HOW TO PRUNE BLACKCURRANTS



Along with many soft fruit bushes, pruning is important for two main reasons. Firstly it helps to encourage good cropping year on year, and secondly, it can also help reduce the incidence of fungal attacks.

As blackcurrants produce fruit on stems grown the previous year it’s important to achieve a regular supply of fresh new growth year on year. to replace the older wood as it becomes less viable for cropping.

To begin with all new blackcurrant bushes - normally grown from hardwood cuttings - would be just a single stem, and this is cut back to a couple of inches above soil level to encourage 'stooling' (this is the traditional method of growing edible berrying bushes). These are now left for a couple of years before more work is needed. Modern varieties that may have been grown as a multi-stem can also have all their growth cut back to a couple of inches above the soil level.

Once they have been in the ground for their first two years they would have formed their basic bush shape, but as this wood becomes older it will also become less productive. This production issue is dealt with by the removal of any stems that are four years or older. This selective pruning is carried out while the bush is dormant, after leaf-drop in the autumn. Each year – as a general rule of thumb - remove about one quarter to one third of the oldest stems. These can be recognised from their darker bark which is a deep purple in colour - almost to the point of being black. If the bush is a mass of thick congested growth you can also use this time to remove any weak stems helping to open up the bush allowing in light and more importantly air circulation. Also remove any stems that are rubbing together, as well as dead, diseased or dying stems that you may also find.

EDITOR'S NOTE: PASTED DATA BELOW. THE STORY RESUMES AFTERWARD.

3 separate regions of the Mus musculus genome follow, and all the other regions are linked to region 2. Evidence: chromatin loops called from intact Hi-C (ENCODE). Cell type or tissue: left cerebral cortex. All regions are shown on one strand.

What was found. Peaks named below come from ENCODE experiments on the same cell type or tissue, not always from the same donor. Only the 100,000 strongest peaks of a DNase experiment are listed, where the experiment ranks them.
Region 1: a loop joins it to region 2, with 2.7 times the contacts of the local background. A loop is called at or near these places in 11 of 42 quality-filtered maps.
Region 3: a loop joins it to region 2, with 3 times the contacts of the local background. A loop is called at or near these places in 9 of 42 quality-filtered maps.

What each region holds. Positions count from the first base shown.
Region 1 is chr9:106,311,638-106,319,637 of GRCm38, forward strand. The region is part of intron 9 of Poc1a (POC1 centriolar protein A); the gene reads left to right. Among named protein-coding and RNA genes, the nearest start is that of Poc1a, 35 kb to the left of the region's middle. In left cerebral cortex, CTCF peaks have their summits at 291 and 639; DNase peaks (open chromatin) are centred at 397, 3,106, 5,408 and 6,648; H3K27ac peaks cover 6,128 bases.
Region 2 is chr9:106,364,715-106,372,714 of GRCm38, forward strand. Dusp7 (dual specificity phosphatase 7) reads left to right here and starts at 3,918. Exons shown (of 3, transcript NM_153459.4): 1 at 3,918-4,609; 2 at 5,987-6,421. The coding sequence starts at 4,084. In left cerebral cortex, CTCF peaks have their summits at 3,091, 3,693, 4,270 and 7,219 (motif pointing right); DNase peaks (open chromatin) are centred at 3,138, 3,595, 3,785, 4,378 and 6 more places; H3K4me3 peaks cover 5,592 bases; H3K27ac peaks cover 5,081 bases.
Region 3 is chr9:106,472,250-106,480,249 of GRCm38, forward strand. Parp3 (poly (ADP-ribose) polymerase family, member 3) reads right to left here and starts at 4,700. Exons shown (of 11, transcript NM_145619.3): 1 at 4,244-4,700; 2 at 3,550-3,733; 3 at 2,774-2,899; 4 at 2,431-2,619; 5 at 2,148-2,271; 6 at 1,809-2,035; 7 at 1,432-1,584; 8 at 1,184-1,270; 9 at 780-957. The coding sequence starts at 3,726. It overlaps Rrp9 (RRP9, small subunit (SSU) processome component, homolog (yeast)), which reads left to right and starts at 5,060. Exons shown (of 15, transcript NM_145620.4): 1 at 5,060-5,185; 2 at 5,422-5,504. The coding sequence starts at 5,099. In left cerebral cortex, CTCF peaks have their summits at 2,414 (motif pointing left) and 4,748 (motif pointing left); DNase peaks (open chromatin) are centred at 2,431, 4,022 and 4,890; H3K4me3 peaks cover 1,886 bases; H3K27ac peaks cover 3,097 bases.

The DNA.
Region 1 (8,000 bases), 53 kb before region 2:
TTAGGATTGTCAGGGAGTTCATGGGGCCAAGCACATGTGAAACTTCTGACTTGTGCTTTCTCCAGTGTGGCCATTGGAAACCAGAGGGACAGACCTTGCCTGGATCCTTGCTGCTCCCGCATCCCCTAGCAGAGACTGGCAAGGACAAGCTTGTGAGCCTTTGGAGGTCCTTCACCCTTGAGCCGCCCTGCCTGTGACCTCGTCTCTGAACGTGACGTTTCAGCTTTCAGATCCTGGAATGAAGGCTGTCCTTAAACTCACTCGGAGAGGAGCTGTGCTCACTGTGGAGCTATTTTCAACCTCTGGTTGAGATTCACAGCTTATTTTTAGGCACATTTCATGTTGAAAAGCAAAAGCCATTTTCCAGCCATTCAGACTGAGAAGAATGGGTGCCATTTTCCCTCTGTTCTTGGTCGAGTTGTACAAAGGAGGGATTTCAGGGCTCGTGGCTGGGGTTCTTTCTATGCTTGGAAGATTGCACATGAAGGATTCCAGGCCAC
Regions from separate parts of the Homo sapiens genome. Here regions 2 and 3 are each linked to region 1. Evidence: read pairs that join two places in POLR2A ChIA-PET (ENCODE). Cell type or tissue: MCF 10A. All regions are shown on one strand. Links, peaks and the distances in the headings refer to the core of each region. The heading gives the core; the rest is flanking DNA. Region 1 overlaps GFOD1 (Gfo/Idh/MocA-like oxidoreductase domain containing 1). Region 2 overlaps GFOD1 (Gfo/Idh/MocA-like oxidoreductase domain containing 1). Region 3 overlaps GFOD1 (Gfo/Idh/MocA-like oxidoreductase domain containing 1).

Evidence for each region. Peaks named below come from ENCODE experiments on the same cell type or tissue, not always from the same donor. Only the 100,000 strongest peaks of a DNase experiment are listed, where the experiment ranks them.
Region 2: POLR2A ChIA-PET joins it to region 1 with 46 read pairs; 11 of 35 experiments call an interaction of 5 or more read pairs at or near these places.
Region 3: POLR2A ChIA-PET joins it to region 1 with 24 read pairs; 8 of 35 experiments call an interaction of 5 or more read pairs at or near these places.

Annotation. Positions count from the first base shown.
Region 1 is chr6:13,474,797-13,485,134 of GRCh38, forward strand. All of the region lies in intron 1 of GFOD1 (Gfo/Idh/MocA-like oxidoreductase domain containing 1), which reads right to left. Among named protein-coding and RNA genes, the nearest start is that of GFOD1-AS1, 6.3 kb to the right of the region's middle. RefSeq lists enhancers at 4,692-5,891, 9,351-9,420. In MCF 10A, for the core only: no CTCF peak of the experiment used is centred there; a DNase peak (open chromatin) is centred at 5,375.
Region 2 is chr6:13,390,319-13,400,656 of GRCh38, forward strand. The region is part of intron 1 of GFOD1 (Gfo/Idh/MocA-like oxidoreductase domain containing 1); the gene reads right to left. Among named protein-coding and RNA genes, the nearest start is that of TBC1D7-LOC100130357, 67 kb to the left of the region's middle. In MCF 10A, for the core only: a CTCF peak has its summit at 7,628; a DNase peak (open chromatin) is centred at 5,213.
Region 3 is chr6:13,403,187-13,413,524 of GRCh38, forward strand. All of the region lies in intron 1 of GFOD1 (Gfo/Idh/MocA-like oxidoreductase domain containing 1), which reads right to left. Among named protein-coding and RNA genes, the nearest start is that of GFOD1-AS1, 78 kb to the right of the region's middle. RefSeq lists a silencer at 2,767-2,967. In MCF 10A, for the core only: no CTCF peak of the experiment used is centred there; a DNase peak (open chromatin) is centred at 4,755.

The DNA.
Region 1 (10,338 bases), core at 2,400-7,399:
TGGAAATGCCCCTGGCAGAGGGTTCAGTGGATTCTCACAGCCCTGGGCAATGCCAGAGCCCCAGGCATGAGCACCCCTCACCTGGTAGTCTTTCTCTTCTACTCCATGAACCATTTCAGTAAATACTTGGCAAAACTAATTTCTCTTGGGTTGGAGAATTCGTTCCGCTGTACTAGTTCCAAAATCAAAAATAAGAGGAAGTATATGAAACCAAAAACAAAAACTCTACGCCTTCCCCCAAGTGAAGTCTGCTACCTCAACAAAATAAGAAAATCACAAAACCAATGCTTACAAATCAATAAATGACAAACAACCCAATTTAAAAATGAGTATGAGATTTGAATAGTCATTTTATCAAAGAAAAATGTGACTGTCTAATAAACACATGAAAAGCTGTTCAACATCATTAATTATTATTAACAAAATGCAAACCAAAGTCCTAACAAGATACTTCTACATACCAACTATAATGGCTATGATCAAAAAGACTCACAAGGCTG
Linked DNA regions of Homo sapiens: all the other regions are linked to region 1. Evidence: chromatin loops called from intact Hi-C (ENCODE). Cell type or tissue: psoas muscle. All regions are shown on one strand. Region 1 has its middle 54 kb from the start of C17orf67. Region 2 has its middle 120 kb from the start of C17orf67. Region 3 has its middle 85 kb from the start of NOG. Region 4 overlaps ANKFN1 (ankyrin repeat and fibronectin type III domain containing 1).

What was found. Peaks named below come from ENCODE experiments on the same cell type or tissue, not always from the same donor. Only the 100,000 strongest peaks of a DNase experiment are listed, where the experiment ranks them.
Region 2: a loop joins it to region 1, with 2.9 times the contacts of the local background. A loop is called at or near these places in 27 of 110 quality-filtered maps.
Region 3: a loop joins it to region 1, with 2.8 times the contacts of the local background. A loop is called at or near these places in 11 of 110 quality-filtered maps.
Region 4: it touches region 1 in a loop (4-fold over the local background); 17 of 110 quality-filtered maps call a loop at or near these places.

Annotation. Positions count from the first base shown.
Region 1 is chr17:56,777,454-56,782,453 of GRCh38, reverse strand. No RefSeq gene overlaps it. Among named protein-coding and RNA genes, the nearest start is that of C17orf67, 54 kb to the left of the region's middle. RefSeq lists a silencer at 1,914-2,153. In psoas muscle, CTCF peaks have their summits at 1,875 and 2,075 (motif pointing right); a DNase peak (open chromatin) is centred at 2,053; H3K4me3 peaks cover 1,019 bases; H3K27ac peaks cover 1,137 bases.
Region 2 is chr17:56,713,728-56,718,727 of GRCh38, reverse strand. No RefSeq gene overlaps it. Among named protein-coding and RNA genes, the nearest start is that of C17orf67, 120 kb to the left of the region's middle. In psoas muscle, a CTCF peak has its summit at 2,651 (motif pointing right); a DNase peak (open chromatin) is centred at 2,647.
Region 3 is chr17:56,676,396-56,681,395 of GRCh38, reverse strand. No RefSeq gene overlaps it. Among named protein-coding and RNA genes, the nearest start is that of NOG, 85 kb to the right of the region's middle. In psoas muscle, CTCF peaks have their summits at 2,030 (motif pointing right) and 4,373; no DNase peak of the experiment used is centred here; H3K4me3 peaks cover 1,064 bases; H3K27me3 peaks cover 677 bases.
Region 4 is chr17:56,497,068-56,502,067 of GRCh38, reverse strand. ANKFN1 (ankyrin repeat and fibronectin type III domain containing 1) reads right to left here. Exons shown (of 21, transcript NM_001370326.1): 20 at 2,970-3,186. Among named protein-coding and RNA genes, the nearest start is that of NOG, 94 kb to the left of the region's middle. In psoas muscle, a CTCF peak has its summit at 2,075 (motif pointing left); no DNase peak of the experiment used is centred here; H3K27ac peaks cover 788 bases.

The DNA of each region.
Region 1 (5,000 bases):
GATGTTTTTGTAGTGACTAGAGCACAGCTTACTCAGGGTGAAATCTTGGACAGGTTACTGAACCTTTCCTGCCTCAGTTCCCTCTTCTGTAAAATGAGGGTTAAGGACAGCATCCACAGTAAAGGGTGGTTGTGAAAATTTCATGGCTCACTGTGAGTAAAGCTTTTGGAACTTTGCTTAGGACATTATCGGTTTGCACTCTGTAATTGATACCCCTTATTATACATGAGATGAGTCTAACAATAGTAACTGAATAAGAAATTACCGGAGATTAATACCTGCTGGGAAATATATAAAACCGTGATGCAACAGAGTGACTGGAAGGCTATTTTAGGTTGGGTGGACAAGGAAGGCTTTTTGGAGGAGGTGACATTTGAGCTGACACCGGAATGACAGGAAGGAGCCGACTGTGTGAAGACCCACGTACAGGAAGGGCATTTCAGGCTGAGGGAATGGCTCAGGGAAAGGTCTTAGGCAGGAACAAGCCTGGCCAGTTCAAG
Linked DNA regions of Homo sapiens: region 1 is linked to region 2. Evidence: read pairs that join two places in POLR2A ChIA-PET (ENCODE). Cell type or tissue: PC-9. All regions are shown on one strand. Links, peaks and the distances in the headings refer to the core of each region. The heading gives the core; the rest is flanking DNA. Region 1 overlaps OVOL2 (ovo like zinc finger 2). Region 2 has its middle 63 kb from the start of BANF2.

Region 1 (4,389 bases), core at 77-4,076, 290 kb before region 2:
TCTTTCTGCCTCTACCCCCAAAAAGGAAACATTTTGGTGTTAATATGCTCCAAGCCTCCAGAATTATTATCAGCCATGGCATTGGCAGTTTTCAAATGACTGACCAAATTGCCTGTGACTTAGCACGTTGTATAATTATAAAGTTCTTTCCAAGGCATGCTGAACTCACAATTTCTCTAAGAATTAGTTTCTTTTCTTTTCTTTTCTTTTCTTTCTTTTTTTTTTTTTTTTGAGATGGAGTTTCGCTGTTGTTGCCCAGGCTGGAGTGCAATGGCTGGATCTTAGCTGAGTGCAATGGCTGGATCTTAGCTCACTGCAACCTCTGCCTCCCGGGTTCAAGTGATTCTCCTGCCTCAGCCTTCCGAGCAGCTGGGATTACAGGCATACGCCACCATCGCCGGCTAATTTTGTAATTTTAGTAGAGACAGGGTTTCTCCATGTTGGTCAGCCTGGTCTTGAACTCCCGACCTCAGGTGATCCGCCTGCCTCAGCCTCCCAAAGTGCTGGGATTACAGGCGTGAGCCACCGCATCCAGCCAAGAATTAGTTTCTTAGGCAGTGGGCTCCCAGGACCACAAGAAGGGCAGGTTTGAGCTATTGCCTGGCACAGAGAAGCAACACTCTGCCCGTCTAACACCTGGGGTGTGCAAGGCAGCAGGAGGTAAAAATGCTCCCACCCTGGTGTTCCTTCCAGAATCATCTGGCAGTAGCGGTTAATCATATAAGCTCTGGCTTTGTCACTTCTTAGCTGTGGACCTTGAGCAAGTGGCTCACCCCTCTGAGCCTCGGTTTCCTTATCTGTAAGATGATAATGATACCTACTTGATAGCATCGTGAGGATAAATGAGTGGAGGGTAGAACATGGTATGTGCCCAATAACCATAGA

Unfortunately there are a number of varieties - particularly older ones - that as prone to fungal attacks which is why they were traditionally grown using the 'stool' method. This method allows the bush to grow out from a single basal stem, raising the main bush up from the ground in such a way that it allows far more air circulation around your plants compared to those left to develop their own shape. Good air flow is very important as it reduces the humid conditions that can build up within the plant's 'canopy'. These humid conditions are ideal for fungal spore production - a problem that is particularly troublesome in most soft fruits.

If you are growing mildew resistant blackcurrant varieties like’ Ben Garin’, and ‘Ben Connan’ then you may wish to try an alternative method of planting. Instead of cutting back to a couple of inches in the first year in order to create a ‘stooled’ bush, you can plant your blackcurrant bush about 6 inches deeper than the actual soil line. That way the plants will produces vigorous its new stems from below ground. These are then used to replace older ones that are removed as they loose productivity.

If you have taken on patch of land or garden with old or neglected blackcurrant bushes then again, come the autumn, all of the wood can be cut back down to just above soil level and give it a good mulch of well rotted farm manure.

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1 comment:

pcharles said...

I have read in many books that the Blackcurrent should be pruned to the ground because it fruits from wood that comes out of the soil while redcurrants should be pruned to a "stool" because they fruit on 2-year wood and older.

The blackcurrants and redcurrants on my plot seem to have personality disorders because the blackcurrants are insisting on growing from stools, while the redcurrants are insisting on growing from the ground.

I have taken cuttings of each and are building replacement stocks, but was wondering if it really matters, and whether I should try to encourage the traditional view of each plants growth.